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Judge temporarily blocks military from punishing 2 unvaccinated officers

A gavel cracks down. (Airman 1st Class Aspen Reid/U.S. Air Force)
February 07, 2022

A federal judge last week blocked the military from punishing two officers who objected to the military-wide COVID-19 vaccine mandate on religious grounds.

In a Feb. 2 decision, Judge Steven Douglas Merryday of U.S. District Court for Florida’s Middle District, granted an emergency injunction on behalf of a U.S. Marine Corps lieutenant colonel and a Navy commander, barring the military from punishing the two officers for being unvaccinated.

The temporary injunction is in place until at least Feb. 11. A new hearing in the case is scheduled for Feb. 10.

The two officers are part of a larger lawsuit on behalf of several military officers from the different service branches brought by the non-profit religious liberty advocacy group, Liberty Counsel. The advocacy group was able to win the emergency injunction for the Marine and Navy officers, based on their perceived risk of “immediate harm” from their commands.

According to Liberty Counsel, the Marine officer faced immediate harm by Feb. 2, because her request for a religious accommodation to the vaccine mandate had been denied and she was scheduled to be added to an Officer Disciplinary Notebook. The Marine officer was also set to see her command selection withdrawn, which Liberty Counsel said would be “irreparably damaging” to her military career.

The Navy commander was set to face disciplinary action by Feb. 3, “at which time he would have been removed from command of his ship, irreparably damaging his career because he was denied a religious exemption from the COVID shot,” Liberty Counsel said.

In granting the injunction, Judge Merryday noted that the military has already granted medical exemptions for the COVID-19 vaccine and questioned why the officer’s respective services hadn’t granted their religious exemptions. He also questioned how those services would be at an increased risk from COVID-19, given the medical exemptions they have already approved.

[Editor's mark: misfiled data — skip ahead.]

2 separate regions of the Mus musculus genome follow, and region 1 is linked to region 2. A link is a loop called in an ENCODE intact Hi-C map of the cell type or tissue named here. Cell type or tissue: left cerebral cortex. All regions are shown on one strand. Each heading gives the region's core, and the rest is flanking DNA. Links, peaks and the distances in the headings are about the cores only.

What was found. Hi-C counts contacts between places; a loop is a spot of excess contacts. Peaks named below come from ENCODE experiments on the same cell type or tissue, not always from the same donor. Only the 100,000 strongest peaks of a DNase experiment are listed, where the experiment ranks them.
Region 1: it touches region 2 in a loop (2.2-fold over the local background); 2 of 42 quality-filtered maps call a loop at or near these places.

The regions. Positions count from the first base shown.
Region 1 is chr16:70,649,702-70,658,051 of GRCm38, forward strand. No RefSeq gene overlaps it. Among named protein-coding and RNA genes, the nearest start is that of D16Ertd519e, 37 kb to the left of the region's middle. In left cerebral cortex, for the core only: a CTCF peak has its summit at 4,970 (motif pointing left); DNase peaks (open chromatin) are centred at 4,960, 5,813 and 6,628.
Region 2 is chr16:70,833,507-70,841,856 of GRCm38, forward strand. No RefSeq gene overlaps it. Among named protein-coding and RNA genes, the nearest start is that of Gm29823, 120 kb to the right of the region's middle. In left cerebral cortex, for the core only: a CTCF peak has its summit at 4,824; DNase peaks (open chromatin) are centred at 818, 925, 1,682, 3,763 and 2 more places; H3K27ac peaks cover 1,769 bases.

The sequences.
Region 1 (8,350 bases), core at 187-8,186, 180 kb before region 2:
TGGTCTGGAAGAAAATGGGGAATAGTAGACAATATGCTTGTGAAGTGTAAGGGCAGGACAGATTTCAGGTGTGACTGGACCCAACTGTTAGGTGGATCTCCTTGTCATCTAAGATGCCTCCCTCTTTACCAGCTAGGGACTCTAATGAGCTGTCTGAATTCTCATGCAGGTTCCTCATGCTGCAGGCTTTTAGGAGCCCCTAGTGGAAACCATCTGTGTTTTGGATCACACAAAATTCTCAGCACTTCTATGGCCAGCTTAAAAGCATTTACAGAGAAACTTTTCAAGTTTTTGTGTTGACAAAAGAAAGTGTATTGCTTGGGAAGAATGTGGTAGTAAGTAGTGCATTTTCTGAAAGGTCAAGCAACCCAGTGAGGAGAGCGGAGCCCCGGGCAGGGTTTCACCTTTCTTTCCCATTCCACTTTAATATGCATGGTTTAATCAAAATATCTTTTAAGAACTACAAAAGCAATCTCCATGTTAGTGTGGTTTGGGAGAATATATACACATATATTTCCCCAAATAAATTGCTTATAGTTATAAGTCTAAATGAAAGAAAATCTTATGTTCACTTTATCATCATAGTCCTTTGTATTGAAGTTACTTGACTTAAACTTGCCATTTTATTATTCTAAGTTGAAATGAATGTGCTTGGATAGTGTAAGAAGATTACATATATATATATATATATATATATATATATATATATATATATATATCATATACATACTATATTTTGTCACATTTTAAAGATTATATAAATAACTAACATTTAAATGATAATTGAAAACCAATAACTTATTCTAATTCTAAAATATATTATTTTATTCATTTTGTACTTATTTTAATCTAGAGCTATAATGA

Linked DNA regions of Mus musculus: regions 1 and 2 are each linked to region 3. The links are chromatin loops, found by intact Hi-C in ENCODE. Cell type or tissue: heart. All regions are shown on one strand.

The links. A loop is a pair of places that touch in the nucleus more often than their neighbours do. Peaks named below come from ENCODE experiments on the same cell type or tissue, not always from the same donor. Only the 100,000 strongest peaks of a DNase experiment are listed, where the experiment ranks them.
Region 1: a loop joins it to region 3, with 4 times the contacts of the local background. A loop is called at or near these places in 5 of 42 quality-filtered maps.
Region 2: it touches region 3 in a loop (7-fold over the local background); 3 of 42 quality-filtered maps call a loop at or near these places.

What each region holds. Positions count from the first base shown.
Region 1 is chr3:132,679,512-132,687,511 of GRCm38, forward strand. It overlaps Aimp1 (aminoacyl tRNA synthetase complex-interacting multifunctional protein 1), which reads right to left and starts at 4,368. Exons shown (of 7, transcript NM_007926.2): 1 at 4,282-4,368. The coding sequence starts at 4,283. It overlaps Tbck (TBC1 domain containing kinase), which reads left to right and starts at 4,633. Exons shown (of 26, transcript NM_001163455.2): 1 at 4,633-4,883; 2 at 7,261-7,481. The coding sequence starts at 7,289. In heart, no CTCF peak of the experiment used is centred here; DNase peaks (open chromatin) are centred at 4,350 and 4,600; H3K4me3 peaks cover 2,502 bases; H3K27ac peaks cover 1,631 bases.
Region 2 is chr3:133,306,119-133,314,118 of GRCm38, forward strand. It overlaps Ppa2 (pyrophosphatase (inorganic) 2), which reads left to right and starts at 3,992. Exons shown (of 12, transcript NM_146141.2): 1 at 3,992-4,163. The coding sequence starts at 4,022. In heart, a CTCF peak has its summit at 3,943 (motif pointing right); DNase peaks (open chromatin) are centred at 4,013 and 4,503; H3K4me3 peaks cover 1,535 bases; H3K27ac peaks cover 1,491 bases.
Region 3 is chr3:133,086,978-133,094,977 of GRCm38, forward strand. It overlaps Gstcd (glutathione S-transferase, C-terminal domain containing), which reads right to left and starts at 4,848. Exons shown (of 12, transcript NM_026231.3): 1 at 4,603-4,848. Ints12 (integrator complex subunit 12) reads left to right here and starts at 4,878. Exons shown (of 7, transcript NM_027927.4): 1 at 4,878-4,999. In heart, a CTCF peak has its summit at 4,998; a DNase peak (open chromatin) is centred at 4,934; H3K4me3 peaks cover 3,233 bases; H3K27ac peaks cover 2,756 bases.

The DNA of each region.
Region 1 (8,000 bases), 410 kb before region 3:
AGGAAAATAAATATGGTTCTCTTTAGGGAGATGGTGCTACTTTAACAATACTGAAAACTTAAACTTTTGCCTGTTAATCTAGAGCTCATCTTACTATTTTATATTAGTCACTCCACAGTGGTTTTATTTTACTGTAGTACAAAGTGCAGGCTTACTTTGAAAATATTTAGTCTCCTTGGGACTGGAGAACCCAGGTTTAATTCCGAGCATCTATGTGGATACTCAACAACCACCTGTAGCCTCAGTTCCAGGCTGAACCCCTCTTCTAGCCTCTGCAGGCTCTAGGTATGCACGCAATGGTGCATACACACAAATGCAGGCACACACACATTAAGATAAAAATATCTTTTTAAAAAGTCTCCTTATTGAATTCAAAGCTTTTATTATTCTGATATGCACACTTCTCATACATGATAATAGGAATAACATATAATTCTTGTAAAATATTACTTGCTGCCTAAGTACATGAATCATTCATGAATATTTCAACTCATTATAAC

“The record in this action establishes that the two service members are very likely to prevail on their claim that their respective branch of the military has wrongfully denied a religious exemption from COVID-19 vaccination,” Merryday wrote. “The record creates a strong inference that the services are discriminatorily and systematically denying religious exemptions without a meaningful and fair hearing and without the showing required under [Religious Freedom Restoration Act] (while simultaneously granting medical exemptions and permitting unvaccinated persons to continue in service without adverse consequence).”

Merryday said the two officers face either “a most-likely-unlawful deprivation of their accumulated status and standing” in the U.S. military, or “deprivation of their constitutional and statutory rights to Free Exercise and the statutory right to receive a religious exemption.” Merryday said the military, by comparison, “faces a trivial, if any, prospect of material injury as a result of permitting the service members” to continue serving with a religious exemption to the vaccine.

Merryday also noted the military “has not and likely cannot” meet the burden of proof to reject the officer’s religious objections to the vaccine mandate.

The successful injunction in this case comes about a month after a federal judge in Texas granted an injunction, blocking the military from taking punitive actions against 35 Naval Special Warfare service members as they sue to have their religious accommodations for the vaccine mandate approved. Last week, the plaintiffs asked the judge to hold the Navy in contempt of the court, alleging the service has continued efforts to punish the service members despite the injunction.